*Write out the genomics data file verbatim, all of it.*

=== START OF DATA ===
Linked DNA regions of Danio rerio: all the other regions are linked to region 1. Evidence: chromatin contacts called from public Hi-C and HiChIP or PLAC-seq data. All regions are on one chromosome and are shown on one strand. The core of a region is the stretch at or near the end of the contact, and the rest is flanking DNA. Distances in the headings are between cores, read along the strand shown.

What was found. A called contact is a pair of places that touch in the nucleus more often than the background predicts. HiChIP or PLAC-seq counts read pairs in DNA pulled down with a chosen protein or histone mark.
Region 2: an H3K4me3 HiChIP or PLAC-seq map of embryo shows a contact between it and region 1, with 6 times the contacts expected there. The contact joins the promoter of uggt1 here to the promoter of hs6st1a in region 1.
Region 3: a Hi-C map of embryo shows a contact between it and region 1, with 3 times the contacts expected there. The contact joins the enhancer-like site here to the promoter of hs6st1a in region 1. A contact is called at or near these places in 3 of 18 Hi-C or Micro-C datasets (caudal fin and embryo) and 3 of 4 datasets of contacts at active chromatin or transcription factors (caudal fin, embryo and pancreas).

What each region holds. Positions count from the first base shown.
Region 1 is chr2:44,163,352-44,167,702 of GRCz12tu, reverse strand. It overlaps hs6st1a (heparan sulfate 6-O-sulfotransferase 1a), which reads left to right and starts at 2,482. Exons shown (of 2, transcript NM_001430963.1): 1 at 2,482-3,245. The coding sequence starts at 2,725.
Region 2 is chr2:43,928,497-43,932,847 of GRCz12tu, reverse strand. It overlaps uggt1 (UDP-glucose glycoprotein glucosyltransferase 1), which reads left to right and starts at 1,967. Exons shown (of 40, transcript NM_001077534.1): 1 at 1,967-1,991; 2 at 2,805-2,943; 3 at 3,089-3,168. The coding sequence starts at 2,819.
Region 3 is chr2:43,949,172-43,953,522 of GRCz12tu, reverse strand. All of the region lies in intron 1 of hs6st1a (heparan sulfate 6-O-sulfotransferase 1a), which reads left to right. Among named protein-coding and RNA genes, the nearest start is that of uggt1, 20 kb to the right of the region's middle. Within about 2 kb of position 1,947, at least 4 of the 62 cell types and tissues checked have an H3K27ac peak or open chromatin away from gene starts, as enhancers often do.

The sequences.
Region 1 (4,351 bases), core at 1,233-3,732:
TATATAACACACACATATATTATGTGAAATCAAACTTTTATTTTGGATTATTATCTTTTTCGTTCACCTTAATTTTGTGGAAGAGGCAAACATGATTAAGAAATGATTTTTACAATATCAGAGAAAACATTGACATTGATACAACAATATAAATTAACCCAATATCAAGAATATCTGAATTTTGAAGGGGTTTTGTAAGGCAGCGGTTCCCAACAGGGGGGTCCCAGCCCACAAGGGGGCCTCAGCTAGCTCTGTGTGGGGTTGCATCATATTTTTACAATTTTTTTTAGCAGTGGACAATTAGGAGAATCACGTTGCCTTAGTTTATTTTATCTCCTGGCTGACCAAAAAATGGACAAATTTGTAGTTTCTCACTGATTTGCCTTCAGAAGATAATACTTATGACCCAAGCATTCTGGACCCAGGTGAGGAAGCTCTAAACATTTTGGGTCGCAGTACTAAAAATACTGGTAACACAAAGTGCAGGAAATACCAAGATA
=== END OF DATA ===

Linked DNA regions of Danio rerio: all the other regions are linked to region 1. Evidence: chromatin contacts called from public Hi-C and HiChIP or PLAC-seq data. All regions are on one chromosome and are shown on one strand. The core of a region is the stretch at or near the end of the contact, and the rest is flanking DNA. Distances in the headings are between cores, read along the strand shown.

What was found. A called contact is a pair of places that touch in the nucleus more often than the background predicts. HiChIP or PLAC-seq counts read pairs in DNA pulled down with a chosen protein or histone mark.
Region 2: an H3K4me3 HiChIP or PLAC-seq map of embryo shows a contact between it and region 1, with 6 times the contacts expected there. The contact joins the promoter of uggt1 here to the promoter of hs6st1a in region 1.
Region 3: a Hi-C map of embryo shows a contact between it and region 1, with 3 times the contacts expected there. The contact joins the enhancer-like site here to the promoter of hs6st1a in region 1. A contact is called at or near these places in 3 of 18 Hi-C or Micro-C datasets (caudal fin and embryo) and 3 of 4 datasets of contacts at active chromatin or transcription factors (caudal fin, embryo and pancreas).

What each region holds. Positions count from the first base shown.
Region 1 is chr2:44,163,352-44,167,702 of GRCz12tu, reverse strand. It overlaps hs6st1a (heparan sulfate 6-O-sulfotransferase 1a), which reads left to right and starts at 2,482. Exons shown (of 2, transcript NM_001430963.1): 1 at 2,482-3,245. The coding sequence starts at 2,725.
Region 2 is chr2:43,928,497-43,932,847 of GRCz12tu, reverse strand. It overlaps uggt1 (UDP-glucose glycoprotein glucosyltransferase 1), which reads left to right and starts at 1,967. Exons shown (of 40, transcript NM_001077534.1): 1 at 1,967-1,991; 2 at 2,805-2,943; 3 at 3,089-3,168. The coding sequence starts at 2,819.
Region 3 is chr2:43,949,172-43,953,522 of GRCz12tu, reverse strand. All of the region lies in intron 1 of hs6st1a (heparan sulfate 6-O-sulfotransferase 1a), which reads left to right. Among named protein-coding and RNA genes, the nearest start is that of uggt1, 20 kb to the right of the region's middle. Within about 2 kb of position 1,947, at least 4 of the 62 cell types and tissues checked have an H3K27ac peak or open chromatin away from gene starts, as enhancers often do.

The sequences.
Region 1 (4,351 bases), core at 1,233-3,732:
TATATAACACACACATATATTATGTGAAATCAAACTTTTATTTTGGATTATTATCTTTTTCGTTCACCTTAATTTTGTGGAAGAGGCAAACATGATTAAGAAATGATTTTTACAATATCAGAGAAAACATTGACATTGATACAACAATATAAATTAACCCAATATCAAGAATATCTGAATTTTGAAGGGGTTTTGTAAGGCAGCGGTTCCCAACAGGGGGGTCCCAGCCCACAAGGGGGCCTCAGCTAGCTCTGTGTGGGGTTGCATCATATTTTTACAATTTTTTTTAGCAGTGGACAATTAGGAGAATCACGTTGCCTTAGTTTATTTTATCTCCTGGCTGACCAAAAAATGGACAAATTTGTAGTTTCTCACTGATTTGCCTTCAGAAGATAATACTTATGACCCAAGCATTCTGGACCCAGGTGAGGAAGCTCTAAACATTTTGGGTCGCAGTACTAAAAATACTGGTAACACAAAGTGCAGGAAATACCAAGATA